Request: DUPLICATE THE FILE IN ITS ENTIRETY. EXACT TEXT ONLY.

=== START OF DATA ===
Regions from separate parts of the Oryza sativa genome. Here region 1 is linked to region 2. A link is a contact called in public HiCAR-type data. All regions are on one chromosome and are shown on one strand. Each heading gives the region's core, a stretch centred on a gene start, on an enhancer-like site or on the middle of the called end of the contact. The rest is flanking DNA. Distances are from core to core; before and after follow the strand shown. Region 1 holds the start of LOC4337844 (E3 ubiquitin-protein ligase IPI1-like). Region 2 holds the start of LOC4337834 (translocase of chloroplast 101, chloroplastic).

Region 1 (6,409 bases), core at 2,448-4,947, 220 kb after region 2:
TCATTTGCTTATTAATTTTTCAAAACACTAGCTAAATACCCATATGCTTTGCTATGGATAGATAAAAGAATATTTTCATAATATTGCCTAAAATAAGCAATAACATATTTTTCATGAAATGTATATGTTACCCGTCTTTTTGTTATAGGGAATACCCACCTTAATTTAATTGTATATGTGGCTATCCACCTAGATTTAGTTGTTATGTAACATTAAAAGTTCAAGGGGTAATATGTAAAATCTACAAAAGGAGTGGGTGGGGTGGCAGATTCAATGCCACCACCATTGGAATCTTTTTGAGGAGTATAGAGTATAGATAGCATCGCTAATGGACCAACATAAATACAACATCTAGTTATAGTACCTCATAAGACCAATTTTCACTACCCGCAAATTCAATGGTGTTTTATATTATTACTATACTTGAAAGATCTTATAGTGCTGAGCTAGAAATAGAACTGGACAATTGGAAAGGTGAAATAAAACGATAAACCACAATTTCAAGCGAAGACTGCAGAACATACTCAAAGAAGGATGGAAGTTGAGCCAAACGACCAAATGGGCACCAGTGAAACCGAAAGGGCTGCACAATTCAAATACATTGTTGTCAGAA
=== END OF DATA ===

Regions from separate parts of the Oryza sativa genome. Here region 1 is linked to region 2. A link is a contact called in public HiCAR-type data. All regions are on one chromosome and are shown on one strand. Each heading gives the region's core, a stretch centred on a gene start, on an enhancer-like site or on the middle of the called end of the contact. The rest is flanking DNA. Distances are from core to core; before and after follow the strand shown. Region 1 holds the start of LOC4337844 (E3 ubiquitin-protein ligase IPI1-like). Region 2 holds the start of LOC4337834 (translocase of chloroplast 101, chloroplastic).

Region 1 (6,409 bases), core at 2,448-4,947, 220 kb after region 2:
TCATTTGCTTATTAATTTTTCAAAACACTAGCTAAATACCCATATGCTTTGCTATGGATAGATAAAAGAATATTTTCATAATATTGCCTAAAATAAGCAATAACATATTTTTCATGAAATGTATATGTTACCCGTCTTTTTGTTATAGGGAATACCCACCTTAATTTAATTGTATATGTGGCTATCCACCTAGATTTAGTTGTTATGTAACATTAAAAGTTCAAGGGGTAATATGTAAAATCTACAAAAGGAGTGGGTGGGGTGGCAGATTCAATGCCACCACCATTGGAATCTTTTTGAGGAGTATAGAGTATAGATAGCATCGCTAATGGACCAACATAAATACAACATCTAGTTATAGTACCTCATAAGACCAATTTTCACTACCCGCAAATTCAATGGTGTTTTATATTATTACTATACTTGAAAGATCTTATAGTGCTGAGCTAGAAATAGAACTGGACAATTGGAAAGGTGAAATAAAACGATAAACCACAATTTCAAGCGAAGACTGCAGAACATACTCAAAGAAGGATGGAAGTTGAGCCAAACGACCAAATGGGCACCAGTGAAACCGAAAGGGCTGCACAATTCAAATACATTGTTGTCAGAA